The use of credit and debit cards continues to grow in the developed world as many people turn away from cash. This is particularly true in the UK, where new figures have recently highlighted just how reliant the nation’s consumers are on plastic when it comes to making payments.
New figures from the UK Cards Association reveal that debit transactions have become the backbone of the country’s consumer economy, reflecting key changes in the way consumers access their money.
More cards, more transactions
The headline figure from the report was that the UK has now surpassed the milestone of 100 million cards in circulation. This occurred in April and means there are now around 1.5 debit cards for every individual in the country.
This marks an increase of 2.7 per cent in the last 12 months, with the number of cards doubling since February 2001, when the 50 million milestone was reached.
More than £53 billion was spent on payment cards in April this year. Some £37.8 million of this was on debit cards, compared to £15.1 million on credit cards. This means more than half (53.5 per cent) of retail sales – including fuel – in the UK that month were completed using debit.
Across all payment cards, the average transaction value stood at £44.36 in April, an increase of just 1p on the previous month. However, this remains well below the level of £47.20 recorded a year ago, which suggests more people are turning to plastic for lower-value transactions that they may have relied on cash for in the past.
A new payments environment
There are several reasons behind the continued rise of debit cards in the UK. For instance, online shopping is still a growing area, with the volume of internet transactions increasing at double the rate of total card purchases (22 per cent compared with 11 per cent). Overall, £12.6 billion was spent online in the UK in April, a 14 per cent rise year-on-year.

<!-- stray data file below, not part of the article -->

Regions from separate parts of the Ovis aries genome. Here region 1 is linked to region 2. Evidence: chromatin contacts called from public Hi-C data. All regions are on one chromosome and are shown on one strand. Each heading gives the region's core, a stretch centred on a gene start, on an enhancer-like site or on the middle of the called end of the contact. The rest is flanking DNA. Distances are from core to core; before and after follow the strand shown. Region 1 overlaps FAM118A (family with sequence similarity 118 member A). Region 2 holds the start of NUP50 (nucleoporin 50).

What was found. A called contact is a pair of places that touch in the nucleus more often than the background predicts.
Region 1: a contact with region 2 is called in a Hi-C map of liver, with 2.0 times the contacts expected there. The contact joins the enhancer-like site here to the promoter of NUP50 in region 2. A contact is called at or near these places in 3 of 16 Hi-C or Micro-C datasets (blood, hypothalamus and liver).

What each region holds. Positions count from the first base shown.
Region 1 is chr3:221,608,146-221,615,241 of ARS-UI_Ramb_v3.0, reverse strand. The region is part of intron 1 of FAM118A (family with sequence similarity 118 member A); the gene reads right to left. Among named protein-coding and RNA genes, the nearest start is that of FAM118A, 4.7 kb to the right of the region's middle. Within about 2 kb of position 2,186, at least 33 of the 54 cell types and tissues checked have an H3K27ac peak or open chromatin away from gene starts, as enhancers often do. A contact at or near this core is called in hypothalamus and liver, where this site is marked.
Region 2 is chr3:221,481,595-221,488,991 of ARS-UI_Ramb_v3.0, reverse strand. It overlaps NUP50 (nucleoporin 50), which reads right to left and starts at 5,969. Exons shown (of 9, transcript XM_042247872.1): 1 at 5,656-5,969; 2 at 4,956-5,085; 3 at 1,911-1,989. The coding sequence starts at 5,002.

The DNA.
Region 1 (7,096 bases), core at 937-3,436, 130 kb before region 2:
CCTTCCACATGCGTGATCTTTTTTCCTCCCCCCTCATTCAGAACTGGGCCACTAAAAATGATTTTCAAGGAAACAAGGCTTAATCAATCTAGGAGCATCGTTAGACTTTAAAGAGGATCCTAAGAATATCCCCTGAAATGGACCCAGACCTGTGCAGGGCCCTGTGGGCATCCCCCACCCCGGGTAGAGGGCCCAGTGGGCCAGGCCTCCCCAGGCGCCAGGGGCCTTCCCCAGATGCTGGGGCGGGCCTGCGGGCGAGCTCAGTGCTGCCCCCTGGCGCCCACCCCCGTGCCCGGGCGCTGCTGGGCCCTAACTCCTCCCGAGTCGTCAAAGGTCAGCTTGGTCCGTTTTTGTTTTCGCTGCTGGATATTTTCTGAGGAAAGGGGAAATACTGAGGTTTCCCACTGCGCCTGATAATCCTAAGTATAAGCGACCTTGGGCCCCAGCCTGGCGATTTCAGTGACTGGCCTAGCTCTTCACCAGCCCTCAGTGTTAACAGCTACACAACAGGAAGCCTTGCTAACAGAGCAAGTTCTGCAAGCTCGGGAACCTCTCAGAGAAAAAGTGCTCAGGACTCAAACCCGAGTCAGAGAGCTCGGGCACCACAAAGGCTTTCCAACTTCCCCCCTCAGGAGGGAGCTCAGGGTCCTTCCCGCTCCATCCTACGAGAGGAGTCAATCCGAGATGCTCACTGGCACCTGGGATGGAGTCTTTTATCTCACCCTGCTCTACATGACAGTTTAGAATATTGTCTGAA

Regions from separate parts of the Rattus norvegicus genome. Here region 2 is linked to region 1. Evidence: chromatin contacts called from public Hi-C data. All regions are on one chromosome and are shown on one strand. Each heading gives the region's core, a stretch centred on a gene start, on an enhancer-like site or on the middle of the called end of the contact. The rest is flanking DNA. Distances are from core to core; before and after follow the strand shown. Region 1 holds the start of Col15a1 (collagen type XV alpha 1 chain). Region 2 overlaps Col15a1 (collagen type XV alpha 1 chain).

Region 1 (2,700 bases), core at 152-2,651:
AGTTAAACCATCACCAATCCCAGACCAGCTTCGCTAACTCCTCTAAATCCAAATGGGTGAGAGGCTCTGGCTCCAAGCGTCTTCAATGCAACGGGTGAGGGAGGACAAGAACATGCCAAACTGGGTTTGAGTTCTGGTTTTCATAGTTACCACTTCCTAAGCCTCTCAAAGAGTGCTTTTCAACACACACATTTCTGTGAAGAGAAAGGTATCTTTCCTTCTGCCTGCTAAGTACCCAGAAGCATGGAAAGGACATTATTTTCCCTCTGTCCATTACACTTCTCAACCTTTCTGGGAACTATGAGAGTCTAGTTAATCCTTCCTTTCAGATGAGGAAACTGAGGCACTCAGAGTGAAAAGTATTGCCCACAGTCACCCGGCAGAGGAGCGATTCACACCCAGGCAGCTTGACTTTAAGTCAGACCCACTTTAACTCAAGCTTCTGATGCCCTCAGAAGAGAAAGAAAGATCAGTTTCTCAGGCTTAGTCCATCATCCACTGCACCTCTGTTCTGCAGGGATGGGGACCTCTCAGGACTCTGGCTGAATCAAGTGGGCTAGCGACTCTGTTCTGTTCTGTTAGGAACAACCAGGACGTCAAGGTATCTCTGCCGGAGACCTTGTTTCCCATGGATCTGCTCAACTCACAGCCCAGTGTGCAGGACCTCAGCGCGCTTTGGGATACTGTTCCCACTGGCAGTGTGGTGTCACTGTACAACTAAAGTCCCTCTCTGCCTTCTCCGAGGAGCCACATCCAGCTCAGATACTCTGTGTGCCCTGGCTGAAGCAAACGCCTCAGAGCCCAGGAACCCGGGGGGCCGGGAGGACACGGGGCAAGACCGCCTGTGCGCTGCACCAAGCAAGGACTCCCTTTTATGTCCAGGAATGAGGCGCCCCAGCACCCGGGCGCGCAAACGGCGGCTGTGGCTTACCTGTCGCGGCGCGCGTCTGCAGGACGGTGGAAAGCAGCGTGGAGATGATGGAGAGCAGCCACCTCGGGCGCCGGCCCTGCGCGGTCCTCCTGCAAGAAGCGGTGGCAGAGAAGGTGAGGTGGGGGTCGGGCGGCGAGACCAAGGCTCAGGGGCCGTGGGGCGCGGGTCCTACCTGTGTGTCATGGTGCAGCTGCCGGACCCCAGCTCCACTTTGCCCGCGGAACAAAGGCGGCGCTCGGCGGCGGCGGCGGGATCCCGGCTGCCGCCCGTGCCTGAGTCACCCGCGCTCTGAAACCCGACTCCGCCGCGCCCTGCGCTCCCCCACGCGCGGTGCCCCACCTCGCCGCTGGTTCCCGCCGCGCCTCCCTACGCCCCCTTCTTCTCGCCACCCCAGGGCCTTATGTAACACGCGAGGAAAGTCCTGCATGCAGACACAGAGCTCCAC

The fact that debit cards are now routinely issued as standard when consumers open a new bank account has also contributed to the rise in the number of cards in circulation. The UK Cards Association noted that the number of ATM-only cards has been falling substantially in recent years, while cheque guarantee-only cards ended with the closure of the scheme in 2011.
New technology such as contactless payments has also encouraged the use of debit cards in the UK. The number of such transactions rose to 188 million in April, accounting for 16 per cent of total card purchases, up from just six per cent twelve months ago.
With the average transaction value for contactless payments now standing at £8.42, up by £1.50 since April 2015, and the maximum limit for these transactions having increased from £20 to £30 last year, there’s clearly an appetite among UK consumers for this fast, convenient method of payment.
Andy Brown, Marketing Director Payments at NCR Corporation, has nearly 30 years’ experience in e-payment systems both from the delivery and support of systems in the Far East and Europe and in the product management and marketing perspectives. Based in the UK, Andy is responsible for the marketing for NCR’s payments solutions.